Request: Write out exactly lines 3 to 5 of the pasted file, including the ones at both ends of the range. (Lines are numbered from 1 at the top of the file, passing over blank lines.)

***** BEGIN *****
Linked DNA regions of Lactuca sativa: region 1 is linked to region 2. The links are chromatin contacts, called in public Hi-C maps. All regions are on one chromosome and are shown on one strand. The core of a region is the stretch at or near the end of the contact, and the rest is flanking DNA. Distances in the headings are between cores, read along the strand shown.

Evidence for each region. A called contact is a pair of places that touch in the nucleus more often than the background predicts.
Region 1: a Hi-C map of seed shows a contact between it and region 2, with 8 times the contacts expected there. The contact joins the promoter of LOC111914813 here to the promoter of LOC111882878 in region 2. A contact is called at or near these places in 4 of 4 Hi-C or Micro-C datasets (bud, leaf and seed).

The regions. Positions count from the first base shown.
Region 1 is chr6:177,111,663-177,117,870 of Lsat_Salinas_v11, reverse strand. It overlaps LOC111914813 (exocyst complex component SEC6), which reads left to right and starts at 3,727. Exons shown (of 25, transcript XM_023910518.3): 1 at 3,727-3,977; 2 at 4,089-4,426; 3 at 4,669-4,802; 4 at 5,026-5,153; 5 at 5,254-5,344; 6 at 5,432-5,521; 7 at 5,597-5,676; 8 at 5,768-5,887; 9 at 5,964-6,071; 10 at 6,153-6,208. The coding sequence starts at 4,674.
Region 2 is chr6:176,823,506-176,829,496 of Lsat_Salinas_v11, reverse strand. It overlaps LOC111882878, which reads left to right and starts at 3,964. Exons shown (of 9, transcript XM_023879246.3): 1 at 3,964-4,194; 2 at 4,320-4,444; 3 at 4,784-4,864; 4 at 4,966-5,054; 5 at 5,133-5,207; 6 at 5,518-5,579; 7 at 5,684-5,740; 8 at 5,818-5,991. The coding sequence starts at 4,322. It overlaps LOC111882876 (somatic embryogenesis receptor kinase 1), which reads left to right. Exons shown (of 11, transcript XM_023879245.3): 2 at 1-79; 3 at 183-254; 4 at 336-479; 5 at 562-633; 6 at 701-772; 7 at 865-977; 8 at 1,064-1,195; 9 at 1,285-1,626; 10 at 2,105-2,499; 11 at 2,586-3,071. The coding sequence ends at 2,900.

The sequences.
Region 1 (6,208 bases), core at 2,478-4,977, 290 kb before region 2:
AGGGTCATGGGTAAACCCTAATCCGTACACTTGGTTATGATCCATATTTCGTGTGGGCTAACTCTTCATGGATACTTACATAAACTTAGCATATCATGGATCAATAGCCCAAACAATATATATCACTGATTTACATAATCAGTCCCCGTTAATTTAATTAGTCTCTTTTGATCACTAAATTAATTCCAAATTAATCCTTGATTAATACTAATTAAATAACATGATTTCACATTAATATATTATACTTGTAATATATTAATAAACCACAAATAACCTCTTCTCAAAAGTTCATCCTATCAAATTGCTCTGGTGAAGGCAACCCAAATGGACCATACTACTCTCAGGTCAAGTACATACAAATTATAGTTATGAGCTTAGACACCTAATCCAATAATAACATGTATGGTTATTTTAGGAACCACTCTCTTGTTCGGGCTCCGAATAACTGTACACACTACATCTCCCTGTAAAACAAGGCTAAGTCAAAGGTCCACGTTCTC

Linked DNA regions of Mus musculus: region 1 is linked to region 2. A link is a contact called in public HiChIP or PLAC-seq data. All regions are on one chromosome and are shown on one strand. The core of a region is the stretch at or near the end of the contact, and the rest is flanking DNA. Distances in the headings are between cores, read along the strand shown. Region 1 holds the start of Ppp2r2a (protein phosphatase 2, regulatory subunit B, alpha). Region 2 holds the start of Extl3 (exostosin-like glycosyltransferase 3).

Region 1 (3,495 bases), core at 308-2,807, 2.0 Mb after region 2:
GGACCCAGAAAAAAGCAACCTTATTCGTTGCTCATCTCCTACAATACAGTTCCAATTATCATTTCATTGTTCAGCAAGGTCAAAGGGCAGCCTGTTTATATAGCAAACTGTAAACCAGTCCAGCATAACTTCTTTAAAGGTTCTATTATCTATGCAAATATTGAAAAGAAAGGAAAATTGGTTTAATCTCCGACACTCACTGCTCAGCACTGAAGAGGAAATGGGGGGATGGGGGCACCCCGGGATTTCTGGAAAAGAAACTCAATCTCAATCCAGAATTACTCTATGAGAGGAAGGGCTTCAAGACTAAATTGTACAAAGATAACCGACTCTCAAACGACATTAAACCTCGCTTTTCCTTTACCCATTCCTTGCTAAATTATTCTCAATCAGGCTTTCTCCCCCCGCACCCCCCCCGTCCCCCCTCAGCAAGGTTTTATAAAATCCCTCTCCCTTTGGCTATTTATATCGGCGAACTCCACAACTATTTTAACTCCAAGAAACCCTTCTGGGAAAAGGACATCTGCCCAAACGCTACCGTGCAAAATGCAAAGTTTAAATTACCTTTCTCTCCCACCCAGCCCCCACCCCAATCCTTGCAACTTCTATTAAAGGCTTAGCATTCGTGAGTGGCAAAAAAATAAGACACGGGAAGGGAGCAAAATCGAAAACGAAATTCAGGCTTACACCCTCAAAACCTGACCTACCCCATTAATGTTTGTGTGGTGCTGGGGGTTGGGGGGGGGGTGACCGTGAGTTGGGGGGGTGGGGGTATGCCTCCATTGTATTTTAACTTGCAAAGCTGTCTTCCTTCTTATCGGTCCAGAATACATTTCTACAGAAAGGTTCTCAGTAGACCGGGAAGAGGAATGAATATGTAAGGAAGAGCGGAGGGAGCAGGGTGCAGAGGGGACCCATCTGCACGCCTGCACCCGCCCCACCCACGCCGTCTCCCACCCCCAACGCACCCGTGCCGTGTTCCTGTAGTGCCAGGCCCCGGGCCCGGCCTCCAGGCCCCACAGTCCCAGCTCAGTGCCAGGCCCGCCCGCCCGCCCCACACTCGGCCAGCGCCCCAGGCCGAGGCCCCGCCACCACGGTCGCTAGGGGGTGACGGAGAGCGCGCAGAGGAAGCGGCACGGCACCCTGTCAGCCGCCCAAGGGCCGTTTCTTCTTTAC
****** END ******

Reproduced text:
Region 1: a Hi-C map of seed shows a contact between it and region 2, with 8 times the contacts expected there. The contact joins the promoter of LOC111914813 here to the promoter of LOC111882878 in region 2. A contact is called at or near these places in 4 of 4 Hi-C or Micro-C datasets (bud, leaf and seed).

The regions. Positions count from the first base shown.
Region 1 is chr6:177,111,663-177,117,870 of Lsat_Salinas_v11, reverse strand. It overlaps LOC111914813 (exocyst complex component SEC6), which reads left to right and starts at 3,727. Exons shown (of 25, transcript XM_023910518.3): 1 at 3,727-3,977; 2 at 4,089-4,426; 3 at 4,669-4,802; 4 at 5,026-5,153; 5 at 5,254-5,344; 6 at 5,432-5,521; 7 at 5,597-5,676; 8 at 5,768-5,887; 9 at 5,964-6,071; 10 at 6,153-6,208. The coding sequence starts at 4,674.